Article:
Tony was very much at ease in the spotlight so it was time for Chris to welcome contributions from the audience. Basil made the excellent point that there were budget alternatives to the flexible, steel hoop style reflector that Chris was using. Options like silver foil on card (but do crumple the foil first), space blanket (excellent for portability, cheap but does require a friend or two to hold it), a white bed sheet (obviously coloured reflectors are not suitable as they add a colour cast to the subject). In truth any pale surface can be used to kick back a little light into the shadow side of the subject, a white wall or even a sheet of newspaper if you can get it close enough.
Rising to the challenge of creating Mastermind style lighting Malcolm and others leapt to the fore to tinker with angles, brightness, distance and even subject…sorry Tony but you’re FIRED!
Chris was also keen to show off his latest hi-tech acquisition, not his iphone (for once!) but a one metre wide by two metre long, half centimetre thick, deformable and light weight, tri-form waffled construction, fully recycleable device for light occlusion. Okay, okay! Yes it was just a piece of tatty old cardboard.
Apparently this was all that Chris could afford since the budget available for club equipment had somehow been mysteriously depleted recently…but on the positive side some really excellent French cheeses are being served at the commitee meetings nowadays thanks to a generous but unnamed benefactor.
Anyway the point is that in the hands of an expect (where were you Reg when we needed you?) the cardboard can be used like barn doors, or a snoot, or a baffle, or a gobo, or in other words it can stop light going where it’s not welcome. We also learnt of giant inflatable screens used by film makers to shade large areas, which can be suspended from cranes for maximum effect.
Back light, background light, natural light, window light, room light, even light…the whole lighting thing is a real biggy. Chris could only touch on some elements of it in the limited time available but the subject will doubtless be returned to at future OVFM meetings or if you have any questions the club is replete with expertise so just ask around.
After teabreak it was time for part two of the evening which majored on the woefully under ultilised but highy effective club dolly tracking system. This simple, lightweight and easy to use gadget can add a real polish to your production by allowing the camera to move along smoothly and in a controlled way.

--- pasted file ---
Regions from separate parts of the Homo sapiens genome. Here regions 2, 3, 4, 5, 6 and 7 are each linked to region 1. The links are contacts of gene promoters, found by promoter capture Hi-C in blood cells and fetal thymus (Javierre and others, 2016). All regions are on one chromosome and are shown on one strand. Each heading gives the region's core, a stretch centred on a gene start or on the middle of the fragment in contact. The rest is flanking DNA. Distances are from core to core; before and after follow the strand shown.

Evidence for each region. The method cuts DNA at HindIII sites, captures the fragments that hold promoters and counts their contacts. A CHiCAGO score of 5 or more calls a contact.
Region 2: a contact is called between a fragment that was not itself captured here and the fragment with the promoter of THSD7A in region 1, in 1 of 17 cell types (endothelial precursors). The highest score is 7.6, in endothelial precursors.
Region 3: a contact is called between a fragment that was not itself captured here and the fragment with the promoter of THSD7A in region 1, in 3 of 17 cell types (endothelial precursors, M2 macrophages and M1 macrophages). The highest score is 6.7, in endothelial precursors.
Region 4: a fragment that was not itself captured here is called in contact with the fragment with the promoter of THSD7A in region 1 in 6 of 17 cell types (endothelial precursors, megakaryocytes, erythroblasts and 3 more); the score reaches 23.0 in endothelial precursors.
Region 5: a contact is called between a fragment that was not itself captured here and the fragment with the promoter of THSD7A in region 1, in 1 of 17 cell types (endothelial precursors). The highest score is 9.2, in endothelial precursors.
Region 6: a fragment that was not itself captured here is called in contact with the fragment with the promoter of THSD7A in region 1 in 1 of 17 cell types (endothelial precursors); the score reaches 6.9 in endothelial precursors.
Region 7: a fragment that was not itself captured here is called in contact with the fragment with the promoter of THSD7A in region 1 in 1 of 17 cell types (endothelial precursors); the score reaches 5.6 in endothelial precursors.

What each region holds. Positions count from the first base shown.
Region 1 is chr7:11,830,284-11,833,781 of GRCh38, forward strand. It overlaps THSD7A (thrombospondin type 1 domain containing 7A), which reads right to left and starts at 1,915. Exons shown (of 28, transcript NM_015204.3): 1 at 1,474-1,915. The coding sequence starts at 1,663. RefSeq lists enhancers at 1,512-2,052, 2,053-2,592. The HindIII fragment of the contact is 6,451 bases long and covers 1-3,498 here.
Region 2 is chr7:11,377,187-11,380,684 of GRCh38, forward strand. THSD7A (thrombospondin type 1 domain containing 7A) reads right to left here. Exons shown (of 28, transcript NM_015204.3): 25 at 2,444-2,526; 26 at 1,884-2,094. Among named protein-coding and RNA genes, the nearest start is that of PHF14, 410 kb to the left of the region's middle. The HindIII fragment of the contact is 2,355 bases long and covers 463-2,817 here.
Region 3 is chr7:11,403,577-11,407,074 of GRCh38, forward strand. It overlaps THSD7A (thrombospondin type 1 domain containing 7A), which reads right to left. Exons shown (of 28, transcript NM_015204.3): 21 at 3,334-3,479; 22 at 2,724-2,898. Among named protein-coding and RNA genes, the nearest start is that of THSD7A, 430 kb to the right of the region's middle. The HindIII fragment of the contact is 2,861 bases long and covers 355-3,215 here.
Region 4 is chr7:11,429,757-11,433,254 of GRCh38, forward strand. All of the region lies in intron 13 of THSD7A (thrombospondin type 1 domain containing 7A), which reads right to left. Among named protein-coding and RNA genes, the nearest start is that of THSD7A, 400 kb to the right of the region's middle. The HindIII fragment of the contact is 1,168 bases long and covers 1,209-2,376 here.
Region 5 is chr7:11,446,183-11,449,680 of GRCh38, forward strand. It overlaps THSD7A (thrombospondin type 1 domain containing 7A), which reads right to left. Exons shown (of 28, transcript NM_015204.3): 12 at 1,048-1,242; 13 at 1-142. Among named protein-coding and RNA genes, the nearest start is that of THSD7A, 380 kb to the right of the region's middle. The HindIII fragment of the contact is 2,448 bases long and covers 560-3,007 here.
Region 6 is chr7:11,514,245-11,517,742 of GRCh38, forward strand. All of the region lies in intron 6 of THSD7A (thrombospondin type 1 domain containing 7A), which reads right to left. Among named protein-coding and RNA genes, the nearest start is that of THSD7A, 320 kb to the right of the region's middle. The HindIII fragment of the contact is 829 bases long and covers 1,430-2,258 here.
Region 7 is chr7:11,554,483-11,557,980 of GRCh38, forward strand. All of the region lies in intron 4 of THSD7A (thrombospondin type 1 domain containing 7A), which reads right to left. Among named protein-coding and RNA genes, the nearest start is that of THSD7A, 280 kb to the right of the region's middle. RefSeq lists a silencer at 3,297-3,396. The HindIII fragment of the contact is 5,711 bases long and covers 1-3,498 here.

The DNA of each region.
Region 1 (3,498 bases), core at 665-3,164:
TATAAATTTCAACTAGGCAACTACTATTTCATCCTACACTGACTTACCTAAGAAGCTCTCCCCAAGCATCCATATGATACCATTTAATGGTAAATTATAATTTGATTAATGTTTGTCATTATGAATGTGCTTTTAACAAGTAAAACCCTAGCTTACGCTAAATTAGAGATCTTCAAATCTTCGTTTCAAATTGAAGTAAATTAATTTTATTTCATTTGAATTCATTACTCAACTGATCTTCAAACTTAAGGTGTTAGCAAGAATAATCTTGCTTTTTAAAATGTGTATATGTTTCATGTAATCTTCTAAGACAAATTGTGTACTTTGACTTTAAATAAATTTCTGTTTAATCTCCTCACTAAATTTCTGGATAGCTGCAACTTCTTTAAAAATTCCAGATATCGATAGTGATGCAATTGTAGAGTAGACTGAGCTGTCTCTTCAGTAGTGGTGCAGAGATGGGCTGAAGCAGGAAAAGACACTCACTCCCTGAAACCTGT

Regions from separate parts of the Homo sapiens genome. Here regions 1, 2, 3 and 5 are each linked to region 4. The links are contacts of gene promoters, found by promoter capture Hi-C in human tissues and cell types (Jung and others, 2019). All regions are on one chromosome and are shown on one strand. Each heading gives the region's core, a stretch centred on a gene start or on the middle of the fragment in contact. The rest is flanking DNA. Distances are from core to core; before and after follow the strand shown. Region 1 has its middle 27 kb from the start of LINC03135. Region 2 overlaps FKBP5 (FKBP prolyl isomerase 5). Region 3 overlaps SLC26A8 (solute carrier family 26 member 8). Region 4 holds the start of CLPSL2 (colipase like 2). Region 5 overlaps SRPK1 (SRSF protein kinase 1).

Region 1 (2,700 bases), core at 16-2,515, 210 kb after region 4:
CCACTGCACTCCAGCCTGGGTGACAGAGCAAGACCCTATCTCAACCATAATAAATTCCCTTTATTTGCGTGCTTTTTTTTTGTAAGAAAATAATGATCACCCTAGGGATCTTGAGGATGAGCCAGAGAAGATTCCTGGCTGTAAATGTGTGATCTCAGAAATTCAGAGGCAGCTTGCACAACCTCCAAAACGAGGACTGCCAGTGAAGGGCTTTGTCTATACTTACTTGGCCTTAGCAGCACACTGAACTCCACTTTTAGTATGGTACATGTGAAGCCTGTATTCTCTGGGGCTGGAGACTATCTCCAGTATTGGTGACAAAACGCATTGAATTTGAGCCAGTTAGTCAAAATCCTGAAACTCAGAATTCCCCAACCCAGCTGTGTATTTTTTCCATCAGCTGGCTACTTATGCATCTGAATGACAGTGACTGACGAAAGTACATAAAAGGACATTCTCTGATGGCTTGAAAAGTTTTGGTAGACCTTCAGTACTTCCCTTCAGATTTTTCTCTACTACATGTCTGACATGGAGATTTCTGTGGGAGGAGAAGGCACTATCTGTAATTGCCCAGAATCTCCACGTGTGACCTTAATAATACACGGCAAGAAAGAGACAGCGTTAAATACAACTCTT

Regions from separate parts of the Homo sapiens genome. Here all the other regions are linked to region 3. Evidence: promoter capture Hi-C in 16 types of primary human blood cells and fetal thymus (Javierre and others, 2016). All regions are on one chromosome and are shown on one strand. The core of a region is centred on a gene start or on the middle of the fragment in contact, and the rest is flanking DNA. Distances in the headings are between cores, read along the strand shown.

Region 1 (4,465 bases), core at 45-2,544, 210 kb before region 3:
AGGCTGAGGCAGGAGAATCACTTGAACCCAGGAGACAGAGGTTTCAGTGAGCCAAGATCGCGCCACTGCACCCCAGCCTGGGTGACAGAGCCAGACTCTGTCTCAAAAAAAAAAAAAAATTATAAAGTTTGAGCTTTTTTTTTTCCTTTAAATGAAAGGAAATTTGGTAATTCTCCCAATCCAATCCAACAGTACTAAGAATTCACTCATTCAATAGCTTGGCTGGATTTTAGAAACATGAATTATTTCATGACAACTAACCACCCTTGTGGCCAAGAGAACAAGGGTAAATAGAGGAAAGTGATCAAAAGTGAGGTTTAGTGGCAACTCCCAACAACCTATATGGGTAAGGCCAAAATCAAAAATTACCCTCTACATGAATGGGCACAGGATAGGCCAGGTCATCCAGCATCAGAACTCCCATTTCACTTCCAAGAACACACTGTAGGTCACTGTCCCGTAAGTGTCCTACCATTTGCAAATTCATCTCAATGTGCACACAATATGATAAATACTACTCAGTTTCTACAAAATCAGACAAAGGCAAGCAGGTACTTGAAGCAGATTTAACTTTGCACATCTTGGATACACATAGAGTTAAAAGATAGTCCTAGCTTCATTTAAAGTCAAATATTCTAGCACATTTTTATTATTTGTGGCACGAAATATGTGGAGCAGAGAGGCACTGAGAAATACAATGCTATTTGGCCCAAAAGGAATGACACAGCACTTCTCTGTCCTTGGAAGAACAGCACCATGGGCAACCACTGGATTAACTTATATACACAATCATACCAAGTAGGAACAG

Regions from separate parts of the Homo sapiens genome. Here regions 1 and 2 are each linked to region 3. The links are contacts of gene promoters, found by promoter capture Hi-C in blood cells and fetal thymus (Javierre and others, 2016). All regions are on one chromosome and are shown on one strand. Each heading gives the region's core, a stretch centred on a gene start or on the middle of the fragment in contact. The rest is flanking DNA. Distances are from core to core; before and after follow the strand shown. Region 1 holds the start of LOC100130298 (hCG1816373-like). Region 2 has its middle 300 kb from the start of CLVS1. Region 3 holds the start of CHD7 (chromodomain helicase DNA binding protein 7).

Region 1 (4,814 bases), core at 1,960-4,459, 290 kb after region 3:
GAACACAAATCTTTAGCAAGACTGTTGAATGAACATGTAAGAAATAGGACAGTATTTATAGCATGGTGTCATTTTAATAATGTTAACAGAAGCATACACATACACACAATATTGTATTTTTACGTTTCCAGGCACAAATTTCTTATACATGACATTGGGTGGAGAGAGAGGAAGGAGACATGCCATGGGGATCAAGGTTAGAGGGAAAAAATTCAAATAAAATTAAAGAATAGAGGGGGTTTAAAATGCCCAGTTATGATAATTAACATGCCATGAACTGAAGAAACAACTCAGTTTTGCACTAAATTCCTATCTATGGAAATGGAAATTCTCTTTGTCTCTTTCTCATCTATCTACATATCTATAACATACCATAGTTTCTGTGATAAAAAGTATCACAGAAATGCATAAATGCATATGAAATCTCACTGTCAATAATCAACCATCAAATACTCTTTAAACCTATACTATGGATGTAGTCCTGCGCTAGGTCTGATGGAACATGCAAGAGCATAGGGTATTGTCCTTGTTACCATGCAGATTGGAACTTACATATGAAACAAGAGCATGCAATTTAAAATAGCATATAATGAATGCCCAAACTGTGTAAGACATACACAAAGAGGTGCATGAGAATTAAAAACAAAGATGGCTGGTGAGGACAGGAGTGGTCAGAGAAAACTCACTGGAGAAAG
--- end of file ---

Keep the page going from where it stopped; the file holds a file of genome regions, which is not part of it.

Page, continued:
Chris demonstrated a number of uses for the tracking technique and several eager students took the opportunity to have a go themselves.
My absolute fav use of the dolly and tracks is the ‘Jaws’ effect as I think of it. It is more properly known as the dolly zoom, or also as the Hitchcock Zoom, the Vertigo Zoom, the Trombone Shot etc.
There’s a scene in Jaws where the Police Chief (actor Roy Scheider) is sitting on the beach watching the tourists splash in the surf whilst convinced a rogue shark is about to strike but unable to close the beach. His keen eyes spot something in the water and as the emotions are written across his shocked face the camera rapidly tracks towards him while the lens zooms out (from telephoto to wideangle) to maintain his face at the same size. The resultant change in perspective is dramatic, unsettling and very spectacular.
With Bob and Lee in full acting mode, Anna, Jane, Freddy, Chris and others demonstrated this technique with great success. Andy has been producing DVD’s of all the Coaching Evenings and they are available to buy, this demo alone has got to make the purchase worthwhile…it looked fab, especially with Bob performing at Oscar winning level.
So sadly, with time having beaten us, the momentous Third Coaching Evening came to an end.
We were tired, entertained, uplifted but most of all thanks to Chris and his band of helpers we were all a bit wiser too.
The lights and the track system belong to the club and can be booked out for use by club members along with a variety of other equipment (look in the Members’ Section of the website for details). DVD’s of this and the other Coaching evenings are available for a small fee from Andy. Psst…and if it’s delicious French cheese you’re after just tip me the wink and I’ll see what I can do.